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All Things Considered

Chicago jazz pianist Ken Chaney remembered as one of 'the best'

Ken Chaney, a long-standing Chicago jazz musician and educator, died last Wednesday at the age of 73.

Chaney's reputation among his fellow musicians is stellar: Everyone praises his musicianship and attitude.  

"Ken Chaney was one of the best musicians I ever worked with. And Chaney was cool," said drummer Isaac "Red" Holt.

Holt hired Chaney to play in his group Young-Holt Unlimited in the late 1960s. They had a hit with the song "Soulful Strut."

Chaney was born in Edmonton, Alberta and came to Chicago in the mid-1950s. After leaving Holt’s group in the 1970s, he went on to form and lead his own ensembles, including The Awakening.  

Holt said Chaney's musical talents were all over the map.

"Later on he was known as a bebop player because he had the bebop brass around him. But Ken Chaney was a versatile piano player. He could play whatever you wanted to play," Holt said.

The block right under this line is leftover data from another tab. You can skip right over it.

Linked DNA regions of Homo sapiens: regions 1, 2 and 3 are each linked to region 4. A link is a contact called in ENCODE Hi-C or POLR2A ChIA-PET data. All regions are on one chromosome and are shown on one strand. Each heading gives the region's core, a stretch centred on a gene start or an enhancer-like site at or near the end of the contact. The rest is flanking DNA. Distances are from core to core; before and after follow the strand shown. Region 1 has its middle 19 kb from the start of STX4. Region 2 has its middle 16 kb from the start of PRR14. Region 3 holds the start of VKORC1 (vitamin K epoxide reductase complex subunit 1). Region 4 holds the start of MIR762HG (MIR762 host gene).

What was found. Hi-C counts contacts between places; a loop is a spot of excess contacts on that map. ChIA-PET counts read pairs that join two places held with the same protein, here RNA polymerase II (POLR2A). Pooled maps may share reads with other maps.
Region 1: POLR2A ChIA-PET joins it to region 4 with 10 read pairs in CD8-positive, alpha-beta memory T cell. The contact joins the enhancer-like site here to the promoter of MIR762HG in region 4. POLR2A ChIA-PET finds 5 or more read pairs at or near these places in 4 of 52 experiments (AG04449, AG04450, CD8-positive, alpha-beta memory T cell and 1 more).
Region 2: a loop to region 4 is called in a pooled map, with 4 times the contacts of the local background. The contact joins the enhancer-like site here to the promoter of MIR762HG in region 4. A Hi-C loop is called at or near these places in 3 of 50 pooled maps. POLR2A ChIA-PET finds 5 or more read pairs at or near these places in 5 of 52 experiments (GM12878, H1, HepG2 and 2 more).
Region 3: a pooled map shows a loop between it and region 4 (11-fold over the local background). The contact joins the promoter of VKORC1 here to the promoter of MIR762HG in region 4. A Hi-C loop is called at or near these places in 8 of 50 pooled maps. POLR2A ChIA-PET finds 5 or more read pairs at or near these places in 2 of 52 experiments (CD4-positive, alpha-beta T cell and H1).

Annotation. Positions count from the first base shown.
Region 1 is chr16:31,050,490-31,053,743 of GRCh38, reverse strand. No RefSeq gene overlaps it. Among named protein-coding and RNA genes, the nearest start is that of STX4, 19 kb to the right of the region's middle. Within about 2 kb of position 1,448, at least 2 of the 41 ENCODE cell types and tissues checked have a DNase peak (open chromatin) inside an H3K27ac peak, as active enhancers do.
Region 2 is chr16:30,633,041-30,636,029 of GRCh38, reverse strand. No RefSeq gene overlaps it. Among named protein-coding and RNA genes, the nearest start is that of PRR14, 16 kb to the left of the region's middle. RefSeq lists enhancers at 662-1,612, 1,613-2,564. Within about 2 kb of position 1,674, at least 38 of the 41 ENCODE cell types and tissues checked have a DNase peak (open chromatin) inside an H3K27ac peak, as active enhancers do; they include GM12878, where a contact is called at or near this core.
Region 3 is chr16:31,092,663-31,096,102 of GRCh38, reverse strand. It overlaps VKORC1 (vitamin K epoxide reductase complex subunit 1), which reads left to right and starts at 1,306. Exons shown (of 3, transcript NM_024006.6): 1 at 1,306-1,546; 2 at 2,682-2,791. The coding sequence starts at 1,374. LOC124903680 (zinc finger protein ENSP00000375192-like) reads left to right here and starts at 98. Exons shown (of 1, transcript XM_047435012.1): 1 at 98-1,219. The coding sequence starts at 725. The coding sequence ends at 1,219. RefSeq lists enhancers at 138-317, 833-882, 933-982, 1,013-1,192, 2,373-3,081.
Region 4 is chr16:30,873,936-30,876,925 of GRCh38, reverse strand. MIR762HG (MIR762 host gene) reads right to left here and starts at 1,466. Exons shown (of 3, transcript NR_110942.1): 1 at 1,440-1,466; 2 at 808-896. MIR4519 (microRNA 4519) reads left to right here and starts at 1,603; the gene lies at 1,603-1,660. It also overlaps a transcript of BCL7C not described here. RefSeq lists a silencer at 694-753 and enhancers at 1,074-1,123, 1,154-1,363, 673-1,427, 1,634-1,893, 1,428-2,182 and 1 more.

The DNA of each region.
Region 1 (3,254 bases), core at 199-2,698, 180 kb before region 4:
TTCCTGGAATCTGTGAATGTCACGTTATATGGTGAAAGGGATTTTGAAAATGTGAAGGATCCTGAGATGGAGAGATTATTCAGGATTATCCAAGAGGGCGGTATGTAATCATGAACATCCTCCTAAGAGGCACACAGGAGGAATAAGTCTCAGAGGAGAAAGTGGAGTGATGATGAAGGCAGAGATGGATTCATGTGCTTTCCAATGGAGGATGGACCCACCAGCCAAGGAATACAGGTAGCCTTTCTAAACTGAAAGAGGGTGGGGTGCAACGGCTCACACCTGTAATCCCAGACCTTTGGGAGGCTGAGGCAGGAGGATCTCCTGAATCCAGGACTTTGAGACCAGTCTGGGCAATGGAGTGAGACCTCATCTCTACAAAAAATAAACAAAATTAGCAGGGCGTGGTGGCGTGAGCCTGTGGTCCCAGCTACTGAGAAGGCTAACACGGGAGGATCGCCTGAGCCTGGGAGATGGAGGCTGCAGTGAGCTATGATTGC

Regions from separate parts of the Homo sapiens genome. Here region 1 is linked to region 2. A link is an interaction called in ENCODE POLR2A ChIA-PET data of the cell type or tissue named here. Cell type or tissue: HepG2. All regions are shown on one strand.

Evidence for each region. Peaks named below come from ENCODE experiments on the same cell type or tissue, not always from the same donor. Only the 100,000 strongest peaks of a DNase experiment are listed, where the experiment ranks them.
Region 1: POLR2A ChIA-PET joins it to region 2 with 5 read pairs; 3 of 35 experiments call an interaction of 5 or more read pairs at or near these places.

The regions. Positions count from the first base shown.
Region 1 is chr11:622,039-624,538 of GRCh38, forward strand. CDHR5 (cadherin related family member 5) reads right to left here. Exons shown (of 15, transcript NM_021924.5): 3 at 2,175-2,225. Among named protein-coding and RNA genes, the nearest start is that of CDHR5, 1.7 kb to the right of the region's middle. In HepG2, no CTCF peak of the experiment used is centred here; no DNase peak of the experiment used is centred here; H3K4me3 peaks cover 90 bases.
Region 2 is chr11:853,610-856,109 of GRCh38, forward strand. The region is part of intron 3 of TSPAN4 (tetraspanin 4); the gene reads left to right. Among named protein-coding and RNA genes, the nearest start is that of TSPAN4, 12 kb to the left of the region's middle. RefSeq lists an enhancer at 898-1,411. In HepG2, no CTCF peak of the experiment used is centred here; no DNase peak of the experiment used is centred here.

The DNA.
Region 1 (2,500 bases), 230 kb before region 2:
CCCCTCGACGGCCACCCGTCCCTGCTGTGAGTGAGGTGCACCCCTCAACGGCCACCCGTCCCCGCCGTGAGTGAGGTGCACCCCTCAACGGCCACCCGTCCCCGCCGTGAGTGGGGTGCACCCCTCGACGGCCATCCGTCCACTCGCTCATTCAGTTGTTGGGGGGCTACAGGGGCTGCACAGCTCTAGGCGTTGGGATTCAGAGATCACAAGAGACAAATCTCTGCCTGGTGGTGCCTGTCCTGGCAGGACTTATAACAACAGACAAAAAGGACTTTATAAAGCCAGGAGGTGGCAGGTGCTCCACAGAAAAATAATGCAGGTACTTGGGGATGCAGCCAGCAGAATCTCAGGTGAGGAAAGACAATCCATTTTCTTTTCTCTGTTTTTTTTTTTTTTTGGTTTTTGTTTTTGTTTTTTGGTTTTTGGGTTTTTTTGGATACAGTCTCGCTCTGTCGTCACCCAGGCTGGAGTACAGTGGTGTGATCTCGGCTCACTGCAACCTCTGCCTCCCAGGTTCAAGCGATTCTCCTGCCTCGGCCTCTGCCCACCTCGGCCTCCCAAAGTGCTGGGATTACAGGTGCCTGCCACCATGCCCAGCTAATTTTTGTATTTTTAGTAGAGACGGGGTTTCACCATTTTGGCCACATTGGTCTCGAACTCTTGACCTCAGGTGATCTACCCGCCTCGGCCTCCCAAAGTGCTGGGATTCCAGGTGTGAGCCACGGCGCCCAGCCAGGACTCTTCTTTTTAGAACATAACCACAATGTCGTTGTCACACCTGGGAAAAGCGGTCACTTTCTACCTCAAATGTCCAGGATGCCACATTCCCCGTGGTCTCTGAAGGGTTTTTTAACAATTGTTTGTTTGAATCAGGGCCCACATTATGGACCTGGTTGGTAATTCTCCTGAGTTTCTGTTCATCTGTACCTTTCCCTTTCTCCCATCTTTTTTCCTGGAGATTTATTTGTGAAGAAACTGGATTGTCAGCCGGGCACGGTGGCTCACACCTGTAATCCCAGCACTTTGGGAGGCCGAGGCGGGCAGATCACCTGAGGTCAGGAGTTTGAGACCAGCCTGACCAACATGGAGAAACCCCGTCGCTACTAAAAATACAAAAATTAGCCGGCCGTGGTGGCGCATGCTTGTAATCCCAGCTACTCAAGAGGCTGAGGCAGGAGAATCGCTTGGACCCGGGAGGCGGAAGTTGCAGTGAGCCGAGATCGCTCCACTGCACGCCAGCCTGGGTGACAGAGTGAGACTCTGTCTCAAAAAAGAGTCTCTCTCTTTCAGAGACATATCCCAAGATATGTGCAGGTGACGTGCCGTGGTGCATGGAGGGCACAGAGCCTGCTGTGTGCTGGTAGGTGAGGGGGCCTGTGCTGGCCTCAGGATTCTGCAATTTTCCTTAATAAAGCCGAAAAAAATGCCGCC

Pianist Miguel de la Cerna took Chaney's chair when he left Young-Holt Unlimited. He said Chaney’s other great legacy is as a teacher of musicians ranging from countless Chicago music students to vocalist Dee Alexander and current Rolling Stones bassist Darryl Jones. 

"For our town, he’s sort of like what Art Blakely became which is almost a school, you know you had to come through Ken Chaney school," de la Cerna said.

Chaney also had a rare view of the jazz profession.

"Ken taught me this was a business. We had to act like businessmen, instead of the traditional musician stereotypes. There was a way you had to dress, a way you had to act. And those lessons were invaluable to me. I don't know who I'm going to call now to know how to act," de la Cerna said.

Family, friends, and fellow musicians will remember Chaney at a memorial in Hyde Park this Saturday.


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